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New species discovered in the Greater Mekong at risk of extinction due to climate change

A bird-eating fanged frog, a gecko that looks like it’s from another planet and a bird that would rather walk than fly, are among the 163 new species discovered in the Greater Mekong region last year that are now at risk of extinction due to climate change, says a new report launched by WWF ahead of UN climate talks in Bangkok.

WWF's Close Encounters report
This report for the Greater Mekong Region spotlights species newly identified by science in 2008, including 100 plants, 28 fish, 18 reptiles, 14 amphibians, 2 mammals and a bird.

Scientists identified these rare and unique species within the jungles and rivers of the Greater Mekong Region of Southeast Asia that spans Cambodia, Laos, Myanmar, Thailand, Vietnam and the south-western Chinese province of Yunnan. More on the Mekong

The Close Encounters report is the second new species report on this region. The initial report First Contact was launched in December 2008 and revealed over 1,000 new species discoveries in the Greater Mekong between 1997 and 2007.

Climate change

The extraordinary new species discoveries of 2008 cements the Greater Mekong’s place as one of the world’s last biological frontiers, but also highlights what could be lost as a result of the increasing impact of climate change.

Recent studies show the climate of the Greater Mekong region is already changing. Models suggest continued warming, increased variability and more frequent and damaging extreme climate events.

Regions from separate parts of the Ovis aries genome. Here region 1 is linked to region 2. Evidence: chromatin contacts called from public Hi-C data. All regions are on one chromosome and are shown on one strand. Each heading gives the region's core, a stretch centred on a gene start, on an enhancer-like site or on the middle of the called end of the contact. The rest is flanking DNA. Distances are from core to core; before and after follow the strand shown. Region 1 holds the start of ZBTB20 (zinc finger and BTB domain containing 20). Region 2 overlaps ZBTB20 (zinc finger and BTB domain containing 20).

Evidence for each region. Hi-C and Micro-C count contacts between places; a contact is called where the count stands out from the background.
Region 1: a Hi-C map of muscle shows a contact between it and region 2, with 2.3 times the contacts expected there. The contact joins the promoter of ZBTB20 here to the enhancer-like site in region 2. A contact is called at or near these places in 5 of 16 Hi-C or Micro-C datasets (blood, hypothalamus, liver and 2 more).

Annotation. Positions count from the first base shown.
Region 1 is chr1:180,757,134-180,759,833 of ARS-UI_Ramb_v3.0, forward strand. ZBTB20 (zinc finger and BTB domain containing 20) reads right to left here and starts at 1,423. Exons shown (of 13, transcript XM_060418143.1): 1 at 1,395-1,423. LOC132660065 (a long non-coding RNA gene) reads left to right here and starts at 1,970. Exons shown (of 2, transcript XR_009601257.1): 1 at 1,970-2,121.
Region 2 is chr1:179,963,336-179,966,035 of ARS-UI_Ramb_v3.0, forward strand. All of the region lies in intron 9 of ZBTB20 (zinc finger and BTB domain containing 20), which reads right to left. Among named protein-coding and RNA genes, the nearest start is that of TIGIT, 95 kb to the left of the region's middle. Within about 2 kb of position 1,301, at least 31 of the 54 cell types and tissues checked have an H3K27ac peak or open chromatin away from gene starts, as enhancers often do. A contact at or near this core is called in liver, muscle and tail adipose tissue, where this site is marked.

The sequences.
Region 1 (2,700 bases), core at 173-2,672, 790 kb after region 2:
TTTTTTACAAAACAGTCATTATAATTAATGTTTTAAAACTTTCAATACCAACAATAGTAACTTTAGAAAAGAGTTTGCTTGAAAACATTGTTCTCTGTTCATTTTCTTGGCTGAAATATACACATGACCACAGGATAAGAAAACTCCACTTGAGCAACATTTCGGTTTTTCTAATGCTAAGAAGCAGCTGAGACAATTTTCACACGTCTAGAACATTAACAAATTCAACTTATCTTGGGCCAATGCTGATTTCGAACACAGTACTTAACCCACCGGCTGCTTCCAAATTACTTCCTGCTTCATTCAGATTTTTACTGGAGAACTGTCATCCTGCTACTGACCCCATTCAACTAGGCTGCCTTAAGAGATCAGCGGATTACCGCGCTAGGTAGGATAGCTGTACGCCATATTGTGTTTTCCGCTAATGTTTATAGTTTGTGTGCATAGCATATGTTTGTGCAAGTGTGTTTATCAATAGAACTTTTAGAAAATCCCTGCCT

Rising seas and saltwater intrusion will cause major coastal impacts – especially in the Mekong River delta – which is one of the three most vulnerable deltas on Earth, according to the most recent International Panel on Climate Change report.

Over the next two weeks, government delegates will meet in Bangkok, Thailand, for the next round of UN climate change talks in the lead up to the Copenhagen Climate Summit this December, where the world is scheduled to agree on a new global climate treaty. Learn how WWF is fighting climate change

WWF supports the formulation of Asia’s first regional climate change adaptation agreement to provide a legal framework and mechanism for regional cooperation and coordination on climate change. WWF believes that Greater Mekong nations hold the key to both economic development and ensuring that the integrity of conservation landscapes remains intact.

A bird eating, fanged frog: Limnonectes megastomias

A new frog species for Thailand, Limnonectes megastomias, is an opportunistic eater, lying in wait for its prey in streams. The species has a diverse diet which includes other frogs, insects and even birds.

The species has a greatly enlarged head and fangs that are actually growths that protrude from the jawbone. Males of use their fangs in combat, and scientists have observed frogs with missing limbs and multiple scars.

Unlike many other species of frogs, the males are bigger than the females. Males also have exceptionally large mouths and powerful jaws.

Experience the Greater Mekong

Photo Gallery

Greater Mekong Close Encounters
New species discoveries 2009

Image: 1 | 2 | 3 | 4 | 5 | 6 | 7

© Thomas Ziegler / WWF Greater Mekong
The Cat Ba leopard gecko (Goniurosaurus catbaensis) is found exclusively in Cat Ba Island National Park in northern Vietnam. This species was one of the many new species discovered in the Greater Mekong region of Southeast Asia during 2008.

Take a quick trek through the Greater Mekong’s varied landscapes.

Join WWF’s field teams on the ground in the Greater Mekong.

Nonggang babblers are seldom seen in trees or flying. Watch rare footage of this walking bird.

See where scientists discovered a bird-eating fanged frog.

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